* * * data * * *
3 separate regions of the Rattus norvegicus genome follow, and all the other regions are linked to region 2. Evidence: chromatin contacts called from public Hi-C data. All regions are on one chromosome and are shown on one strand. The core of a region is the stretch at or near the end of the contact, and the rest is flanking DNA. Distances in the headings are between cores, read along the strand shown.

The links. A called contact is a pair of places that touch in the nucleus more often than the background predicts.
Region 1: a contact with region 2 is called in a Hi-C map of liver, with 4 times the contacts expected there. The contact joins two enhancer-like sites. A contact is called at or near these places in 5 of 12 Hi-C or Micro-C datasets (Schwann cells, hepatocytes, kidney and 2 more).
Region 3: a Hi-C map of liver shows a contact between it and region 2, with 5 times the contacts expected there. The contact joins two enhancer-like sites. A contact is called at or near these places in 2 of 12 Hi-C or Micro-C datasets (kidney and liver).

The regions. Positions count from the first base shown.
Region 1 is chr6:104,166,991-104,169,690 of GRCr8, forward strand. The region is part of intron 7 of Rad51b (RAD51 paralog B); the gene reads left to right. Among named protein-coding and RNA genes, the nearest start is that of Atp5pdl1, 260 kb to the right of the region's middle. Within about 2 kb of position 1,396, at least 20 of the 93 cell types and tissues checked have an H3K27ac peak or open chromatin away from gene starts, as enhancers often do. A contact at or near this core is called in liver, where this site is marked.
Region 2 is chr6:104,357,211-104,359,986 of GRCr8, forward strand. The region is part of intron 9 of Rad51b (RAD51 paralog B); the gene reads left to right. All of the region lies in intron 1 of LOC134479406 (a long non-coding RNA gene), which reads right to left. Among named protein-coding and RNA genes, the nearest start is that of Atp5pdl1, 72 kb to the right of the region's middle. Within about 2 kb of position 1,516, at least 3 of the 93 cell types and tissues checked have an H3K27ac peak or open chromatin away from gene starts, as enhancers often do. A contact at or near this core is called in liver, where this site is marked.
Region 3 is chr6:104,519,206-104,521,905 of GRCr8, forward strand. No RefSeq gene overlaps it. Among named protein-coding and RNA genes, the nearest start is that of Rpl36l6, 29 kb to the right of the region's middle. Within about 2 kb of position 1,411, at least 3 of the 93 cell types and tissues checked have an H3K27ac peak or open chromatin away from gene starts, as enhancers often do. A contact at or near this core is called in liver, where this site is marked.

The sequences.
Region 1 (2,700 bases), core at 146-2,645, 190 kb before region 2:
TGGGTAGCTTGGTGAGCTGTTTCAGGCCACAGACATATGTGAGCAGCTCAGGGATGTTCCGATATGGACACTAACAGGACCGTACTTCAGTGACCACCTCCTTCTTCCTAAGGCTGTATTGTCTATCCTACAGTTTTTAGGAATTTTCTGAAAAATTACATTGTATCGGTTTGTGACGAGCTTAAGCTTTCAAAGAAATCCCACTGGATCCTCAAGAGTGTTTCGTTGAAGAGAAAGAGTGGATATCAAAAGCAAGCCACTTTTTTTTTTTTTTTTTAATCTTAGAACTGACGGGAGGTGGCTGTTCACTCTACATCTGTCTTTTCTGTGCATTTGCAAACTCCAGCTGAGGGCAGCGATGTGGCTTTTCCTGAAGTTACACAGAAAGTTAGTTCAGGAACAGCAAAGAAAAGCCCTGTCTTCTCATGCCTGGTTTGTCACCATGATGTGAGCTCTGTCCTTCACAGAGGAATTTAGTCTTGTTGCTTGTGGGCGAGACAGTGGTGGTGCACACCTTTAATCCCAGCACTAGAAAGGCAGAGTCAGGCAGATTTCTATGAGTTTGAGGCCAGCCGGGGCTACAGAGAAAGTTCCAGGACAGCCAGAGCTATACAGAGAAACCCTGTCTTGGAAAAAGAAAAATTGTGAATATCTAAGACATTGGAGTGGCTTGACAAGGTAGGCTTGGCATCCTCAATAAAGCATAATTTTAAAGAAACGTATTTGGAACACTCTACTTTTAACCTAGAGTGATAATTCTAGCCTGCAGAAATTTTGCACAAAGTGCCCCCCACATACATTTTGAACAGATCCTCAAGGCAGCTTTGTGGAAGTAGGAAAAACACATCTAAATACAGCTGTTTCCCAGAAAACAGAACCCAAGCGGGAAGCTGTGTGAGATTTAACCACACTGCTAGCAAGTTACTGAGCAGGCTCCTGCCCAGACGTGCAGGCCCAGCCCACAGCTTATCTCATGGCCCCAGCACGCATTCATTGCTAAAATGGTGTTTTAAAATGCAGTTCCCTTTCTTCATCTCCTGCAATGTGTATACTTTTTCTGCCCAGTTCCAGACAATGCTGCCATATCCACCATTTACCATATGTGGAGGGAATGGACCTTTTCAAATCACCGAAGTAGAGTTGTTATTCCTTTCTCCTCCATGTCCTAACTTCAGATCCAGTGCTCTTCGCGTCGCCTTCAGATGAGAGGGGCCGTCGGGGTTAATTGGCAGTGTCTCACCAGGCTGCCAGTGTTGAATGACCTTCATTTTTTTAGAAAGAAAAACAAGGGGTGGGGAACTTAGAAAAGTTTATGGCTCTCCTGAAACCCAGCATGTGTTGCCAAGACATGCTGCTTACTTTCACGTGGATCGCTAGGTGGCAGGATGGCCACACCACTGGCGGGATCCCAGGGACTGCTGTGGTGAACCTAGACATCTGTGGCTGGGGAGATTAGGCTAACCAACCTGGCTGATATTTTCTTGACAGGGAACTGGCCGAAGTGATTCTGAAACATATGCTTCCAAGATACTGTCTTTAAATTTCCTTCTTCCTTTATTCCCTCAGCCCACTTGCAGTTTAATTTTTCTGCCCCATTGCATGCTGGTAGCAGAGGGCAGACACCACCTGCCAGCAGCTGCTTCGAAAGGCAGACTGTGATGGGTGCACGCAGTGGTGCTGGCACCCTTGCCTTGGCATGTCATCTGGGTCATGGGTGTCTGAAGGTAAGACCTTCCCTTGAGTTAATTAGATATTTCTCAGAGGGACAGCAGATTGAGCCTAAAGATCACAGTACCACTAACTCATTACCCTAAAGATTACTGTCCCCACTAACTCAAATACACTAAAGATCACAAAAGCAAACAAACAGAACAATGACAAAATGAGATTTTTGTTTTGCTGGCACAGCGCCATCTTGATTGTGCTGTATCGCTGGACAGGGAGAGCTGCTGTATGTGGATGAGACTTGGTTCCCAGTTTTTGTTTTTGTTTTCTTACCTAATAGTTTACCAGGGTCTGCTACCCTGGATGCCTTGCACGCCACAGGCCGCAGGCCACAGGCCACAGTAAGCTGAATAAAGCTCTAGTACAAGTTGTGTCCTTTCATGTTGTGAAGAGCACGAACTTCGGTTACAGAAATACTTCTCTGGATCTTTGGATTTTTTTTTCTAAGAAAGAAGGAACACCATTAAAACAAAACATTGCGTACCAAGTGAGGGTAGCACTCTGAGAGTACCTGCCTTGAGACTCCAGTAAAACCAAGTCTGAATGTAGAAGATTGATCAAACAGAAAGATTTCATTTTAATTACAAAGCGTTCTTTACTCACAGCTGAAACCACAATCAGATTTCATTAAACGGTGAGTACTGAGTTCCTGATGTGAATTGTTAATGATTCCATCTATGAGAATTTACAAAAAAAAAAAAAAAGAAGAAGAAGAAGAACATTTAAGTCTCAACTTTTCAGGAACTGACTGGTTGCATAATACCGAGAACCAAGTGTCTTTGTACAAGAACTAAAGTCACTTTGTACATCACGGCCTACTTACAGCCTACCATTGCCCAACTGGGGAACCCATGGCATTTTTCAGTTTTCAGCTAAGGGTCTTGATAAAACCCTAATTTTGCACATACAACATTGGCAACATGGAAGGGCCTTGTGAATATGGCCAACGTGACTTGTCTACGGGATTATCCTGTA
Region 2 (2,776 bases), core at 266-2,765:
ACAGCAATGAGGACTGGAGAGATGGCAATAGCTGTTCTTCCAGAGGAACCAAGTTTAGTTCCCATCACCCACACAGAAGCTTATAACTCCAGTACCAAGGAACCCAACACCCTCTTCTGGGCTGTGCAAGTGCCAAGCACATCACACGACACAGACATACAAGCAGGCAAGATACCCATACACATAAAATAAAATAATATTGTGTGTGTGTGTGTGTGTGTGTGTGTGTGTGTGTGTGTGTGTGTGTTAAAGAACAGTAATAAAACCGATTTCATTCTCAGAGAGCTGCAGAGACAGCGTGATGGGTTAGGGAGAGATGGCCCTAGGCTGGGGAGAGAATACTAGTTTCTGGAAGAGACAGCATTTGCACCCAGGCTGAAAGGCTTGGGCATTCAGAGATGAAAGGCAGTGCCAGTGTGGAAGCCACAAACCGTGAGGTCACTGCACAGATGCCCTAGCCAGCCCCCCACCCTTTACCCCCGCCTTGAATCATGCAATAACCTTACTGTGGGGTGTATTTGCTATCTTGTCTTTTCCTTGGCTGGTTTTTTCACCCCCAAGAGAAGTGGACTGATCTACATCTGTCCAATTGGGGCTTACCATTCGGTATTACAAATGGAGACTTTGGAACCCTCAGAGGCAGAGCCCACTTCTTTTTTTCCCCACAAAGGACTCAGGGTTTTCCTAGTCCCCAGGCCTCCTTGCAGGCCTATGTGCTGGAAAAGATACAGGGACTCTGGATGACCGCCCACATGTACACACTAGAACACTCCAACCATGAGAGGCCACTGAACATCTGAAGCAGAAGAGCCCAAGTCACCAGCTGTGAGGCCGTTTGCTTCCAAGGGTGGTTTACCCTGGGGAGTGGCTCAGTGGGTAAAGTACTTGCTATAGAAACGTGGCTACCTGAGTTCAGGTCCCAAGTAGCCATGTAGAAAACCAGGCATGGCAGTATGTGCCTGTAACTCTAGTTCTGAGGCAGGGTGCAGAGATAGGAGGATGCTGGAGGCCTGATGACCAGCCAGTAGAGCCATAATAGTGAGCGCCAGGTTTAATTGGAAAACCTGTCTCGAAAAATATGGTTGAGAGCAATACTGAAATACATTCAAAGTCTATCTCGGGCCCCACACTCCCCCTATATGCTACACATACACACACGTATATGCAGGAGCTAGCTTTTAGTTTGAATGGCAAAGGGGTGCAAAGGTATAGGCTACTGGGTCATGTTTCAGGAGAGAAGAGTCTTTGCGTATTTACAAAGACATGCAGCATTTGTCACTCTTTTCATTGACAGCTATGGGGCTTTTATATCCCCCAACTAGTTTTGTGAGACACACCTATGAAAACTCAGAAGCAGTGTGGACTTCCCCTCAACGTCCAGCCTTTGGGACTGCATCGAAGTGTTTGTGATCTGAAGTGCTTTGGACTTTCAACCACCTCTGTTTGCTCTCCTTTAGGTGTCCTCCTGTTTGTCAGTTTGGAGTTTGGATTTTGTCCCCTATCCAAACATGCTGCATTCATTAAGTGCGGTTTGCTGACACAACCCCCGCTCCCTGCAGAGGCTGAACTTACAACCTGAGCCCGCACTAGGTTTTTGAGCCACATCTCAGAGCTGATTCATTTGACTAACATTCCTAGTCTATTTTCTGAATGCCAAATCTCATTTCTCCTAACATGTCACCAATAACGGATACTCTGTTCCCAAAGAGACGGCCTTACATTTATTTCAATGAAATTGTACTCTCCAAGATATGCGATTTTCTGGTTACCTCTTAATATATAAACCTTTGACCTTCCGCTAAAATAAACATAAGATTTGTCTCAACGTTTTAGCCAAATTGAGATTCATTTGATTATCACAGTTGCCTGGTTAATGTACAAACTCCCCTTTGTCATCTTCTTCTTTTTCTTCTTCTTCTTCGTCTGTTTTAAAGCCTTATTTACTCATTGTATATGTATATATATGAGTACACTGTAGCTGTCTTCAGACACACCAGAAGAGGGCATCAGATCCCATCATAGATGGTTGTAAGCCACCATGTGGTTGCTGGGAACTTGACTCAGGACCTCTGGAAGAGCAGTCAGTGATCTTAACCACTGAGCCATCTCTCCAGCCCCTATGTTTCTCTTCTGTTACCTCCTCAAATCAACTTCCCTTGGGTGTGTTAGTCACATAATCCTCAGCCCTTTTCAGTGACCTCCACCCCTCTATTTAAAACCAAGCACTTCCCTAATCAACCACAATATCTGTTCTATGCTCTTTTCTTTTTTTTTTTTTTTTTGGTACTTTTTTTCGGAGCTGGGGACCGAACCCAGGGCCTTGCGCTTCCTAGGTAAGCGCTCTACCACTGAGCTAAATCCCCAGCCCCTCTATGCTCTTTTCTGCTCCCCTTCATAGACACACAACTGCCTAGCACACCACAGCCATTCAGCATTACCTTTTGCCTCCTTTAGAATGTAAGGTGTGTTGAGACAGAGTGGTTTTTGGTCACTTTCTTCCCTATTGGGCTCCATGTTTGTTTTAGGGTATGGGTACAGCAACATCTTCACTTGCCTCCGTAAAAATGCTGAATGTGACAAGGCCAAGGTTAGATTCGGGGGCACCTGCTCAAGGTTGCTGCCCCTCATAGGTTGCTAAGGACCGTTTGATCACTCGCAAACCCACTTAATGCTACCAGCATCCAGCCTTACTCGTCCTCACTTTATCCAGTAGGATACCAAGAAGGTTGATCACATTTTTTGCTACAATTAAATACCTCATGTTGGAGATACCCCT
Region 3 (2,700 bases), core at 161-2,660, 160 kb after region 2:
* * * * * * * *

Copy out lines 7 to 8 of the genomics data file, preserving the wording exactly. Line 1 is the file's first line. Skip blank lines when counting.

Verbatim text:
Region 2 is chr6:104,357,211-104,359,986 of GRCr8, forward strand. The region is part of intron 9 of Rad51b (RAD51 paralog B); the gene reads left to right. All of the region lies in intron 1 of LOC134479406 (a long non-coding RNA gene), which reads right to left. Among named protein-coding and RNA genes, the nearest start is that of Atp5pdl1, 72 kb to the right of the region's middle. Within about 2 kb of position 1,516, at least 3 of the 93 cell types and tissues checked have an H3K27ac peak or open chromatin away from gene starts, as enhancers often do. A contact at or near this core is called in liver, where this site is marked.
Region 3 is chr6:104,519,206-104,521,905 of GRCr8, forward strand. No RefSeq gene overlaps it. Among named protein-coding and RNA genes, the nearest start is that of Rpl36l6, 29 kb to the right of the region's middle. Within about 2 kb of position 1,411, at least 3 of the 93 cell types and tissues checked have an H3K27ac peak or open chromatin away from gene starts, as enhancers often do. A contact at or near this core is called in liver, where this site is marked.